D.C.-born Call Your Mother brought its hit wood-fired bagels across the Potomac River for the first time in April. The pink-and-teal shop on wheels, dubbed “Lil Deli,” parks at the Chesterbrook Shopping Center in McLean. Its Virginia fanbase was also pleased to find out an additional location is en route to Old Town. The self-described “Jew-ish” deli broke out of the DMV for the first time this spring with a pair of outposts in Denver, Colorado.
After 30 years and countless crispy pork spring rolls served, Northern Virginia’s Vietnamese standard-bearer Four Sisters permanently closed to much dismay on Mother’s Day. Originally an occupant of nearby Vietnamese complex Eden Center, family-owned Four Sisters relocated to Merrifield long before the surrounding Mosaic District arrived with a steady stream of restaurant and retail options. Despite making it through the treacherous pandemic, owners Lieu and Le Lai ultimately decided to shut down for a variety of reasons that included a potential rent spike, industry-wide issues like soaring food costs, and simply to spend more time at home.
After a long delay, the coveted little red book finally announced the newest members of its 2023 Michelin Guide family in November. A pair of D.C. establishments — a small Peruvian tasting room nestled in Blagden Alley (Causa) and fancy Indian restaurant in Penn Quarter (Rania) — each earned a star, joining the elite class of local destinations deemed worthy of a visit by the French tire company. The D.C. area is now home to 25 Michelin-starred restaurants, and all returning eateries retained the same star count. Only one still holds the title of its highest three-starred status: Inn at Little Washington, chef Patrick O’Connell’s American showstopper out in rural Virginia.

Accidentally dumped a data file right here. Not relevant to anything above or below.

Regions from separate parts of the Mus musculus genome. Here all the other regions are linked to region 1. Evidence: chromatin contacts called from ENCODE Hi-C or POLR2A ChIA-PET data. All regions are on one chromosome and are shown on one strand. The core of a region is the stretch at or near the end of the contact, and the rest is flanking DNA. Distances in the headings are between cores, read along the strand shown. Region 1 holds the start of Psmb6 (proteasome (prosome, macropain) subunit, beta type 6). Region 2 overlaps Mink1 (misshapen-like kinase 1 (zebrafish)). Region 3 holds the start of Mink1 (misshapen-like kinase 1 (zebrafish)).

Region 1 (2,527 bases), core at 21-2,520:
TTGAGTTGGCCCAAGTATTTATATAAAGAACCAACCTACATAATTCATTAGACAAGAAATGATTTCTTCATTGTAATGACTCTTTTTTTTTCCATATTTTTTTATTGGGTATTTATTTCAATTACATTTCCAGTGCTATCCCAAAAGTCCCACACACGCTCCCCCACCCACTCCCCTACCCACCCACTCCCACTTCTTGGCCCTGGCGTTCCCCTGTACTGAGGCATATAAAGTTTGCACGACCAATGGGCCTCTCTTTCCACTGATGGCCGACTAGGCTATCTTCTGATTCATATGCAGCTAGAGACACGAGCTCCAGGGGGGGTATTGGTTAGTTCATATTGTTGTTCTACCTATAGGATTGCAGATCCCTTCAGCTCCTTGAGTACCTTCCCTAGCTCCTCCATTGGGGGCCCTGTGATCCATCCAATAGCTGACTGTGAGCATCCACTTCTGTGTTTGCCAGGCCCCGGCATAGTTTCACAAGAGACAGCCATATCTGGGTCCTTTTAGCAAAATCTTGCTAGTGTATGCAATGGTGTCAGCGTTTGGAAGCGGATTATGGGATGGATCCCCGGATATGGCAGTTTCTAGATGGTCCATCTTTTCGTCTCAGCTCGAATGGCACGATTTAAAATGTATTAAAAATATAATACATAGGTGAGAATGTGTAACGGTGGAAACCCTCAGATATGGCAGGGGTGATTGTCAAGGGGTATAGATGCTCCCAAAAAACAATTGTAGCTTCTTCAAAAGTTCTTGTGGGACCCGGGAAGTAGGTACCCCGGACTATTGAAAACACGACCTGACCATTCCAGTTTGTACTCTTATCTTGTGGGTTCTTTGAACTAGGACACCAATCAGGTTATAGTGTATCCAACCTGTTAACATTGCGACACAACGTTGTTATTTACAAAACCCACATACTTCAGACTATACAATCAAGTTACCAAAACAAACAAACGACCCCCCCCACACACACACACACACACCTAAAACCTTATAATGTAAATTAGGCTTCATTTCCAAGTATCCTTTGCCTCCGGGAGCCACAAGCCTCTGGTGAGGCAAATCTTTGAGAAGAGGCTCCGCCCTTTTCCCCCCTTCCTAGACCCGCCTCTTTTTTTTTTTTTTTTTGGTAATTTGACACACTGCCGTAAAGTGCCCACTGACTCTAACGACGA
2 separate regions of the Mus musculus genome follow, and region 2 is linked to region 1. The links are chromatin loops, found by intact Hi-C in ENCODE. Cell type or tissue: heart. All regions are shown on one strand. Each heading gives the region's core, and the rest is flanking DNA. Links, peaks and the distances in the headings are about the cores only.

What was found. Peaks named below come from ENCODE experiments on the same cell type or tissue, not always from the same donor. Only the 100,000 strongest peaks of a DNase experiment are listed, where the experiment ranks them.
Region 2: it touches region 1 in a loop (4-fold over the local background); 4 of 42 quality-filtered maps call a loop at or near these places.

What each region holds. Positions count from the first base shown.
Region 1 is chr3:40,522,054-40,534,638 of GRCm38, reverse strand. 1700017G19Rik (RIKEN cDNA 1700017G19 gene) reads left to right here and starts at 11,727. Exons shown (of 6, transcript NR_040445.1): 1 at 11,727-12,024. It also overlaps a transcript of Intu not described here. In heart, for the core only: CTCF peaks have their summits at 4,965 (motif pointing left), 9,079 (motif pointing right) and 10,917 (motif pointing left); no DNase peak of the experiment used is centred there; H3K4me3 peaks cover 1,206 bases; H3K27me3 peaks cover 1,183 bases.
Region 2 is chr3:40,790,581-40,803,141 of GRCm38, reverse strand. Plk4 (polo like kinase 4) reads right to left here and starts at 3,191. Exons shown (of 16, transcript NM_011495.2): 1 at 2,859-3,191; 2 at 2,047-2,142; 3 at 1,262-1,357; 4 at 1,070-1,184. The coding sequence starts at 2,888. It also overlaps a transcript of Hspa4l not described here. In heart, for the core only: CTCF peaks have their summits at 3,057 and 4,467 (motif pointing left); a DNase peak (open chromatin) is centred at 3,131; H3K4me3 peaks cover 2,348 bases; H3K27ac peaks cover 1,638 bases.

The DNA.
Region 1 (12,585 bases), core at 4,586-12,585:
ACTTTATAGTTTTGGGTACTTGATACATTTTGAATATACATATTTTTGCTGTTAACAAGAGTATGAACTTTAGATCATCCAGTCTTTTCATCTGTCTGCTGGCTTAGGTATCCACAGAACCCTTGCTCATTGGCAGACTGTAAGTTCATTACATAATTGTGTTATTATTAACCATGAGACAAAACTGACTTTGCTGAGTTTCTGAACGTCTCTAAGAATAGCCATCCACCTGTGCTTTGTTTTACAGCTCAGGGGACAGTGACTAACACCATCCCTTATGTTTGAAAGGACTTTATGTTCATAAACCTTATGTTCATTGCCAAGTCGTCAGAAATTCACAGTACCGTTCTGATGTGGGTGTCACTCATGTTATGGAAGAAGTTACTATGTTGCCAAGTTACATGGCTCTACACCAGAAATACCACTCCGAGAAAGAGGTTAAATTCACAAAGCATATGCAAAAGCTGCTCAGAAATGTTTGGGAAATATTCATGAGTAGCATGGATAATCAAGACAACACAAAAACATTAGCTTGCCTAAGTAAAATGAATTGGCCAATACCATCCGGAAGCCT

Chef Pepe Moncayo’s sprawling Singaporean stunner Jiwa Singapura opened to much anticipation in mid-February, showcasing items like chicken satay, wok-fried noodles, chili crab, and other high-end spins on street foods in a sleek setting with room for 170 inside and 80 across a year-round terrace. The opulent homage to the Singapore city-state Moncayo called home for a decade built upon the success of his 3-year-old Spanish kaiseki spot Cranes in Penn Quarter, which lost its Michelin star this year.
Jiwa continued to generate big headlines in December when it made a surprise and swift exit after just 10 months — suggesting mall-goers may prefer to fuel up at a food court rather than a fancy sit-down restaurant.
Virginians were incensed in March after a viral photo of weak-looking barbecue and deconstructed mac and cheese claimed to be from somewhere in its state. So Sen. Louise Lucas (D-Va.) did some digging on its origin on behalf of her confused constituents and revealed the source of the barbecue plate in a widely circulated Tweet, proclaiming “nothing like this has ever been served in our Commonwealth.” Turns out, the picture was pulled from the Yelp page for Ritzy B’s Smokehouse & Grill, an unassuming roadside restaurant nestled the north Texas town of Decatur.
And rounding out the 15 top-read news stories of 2023 are: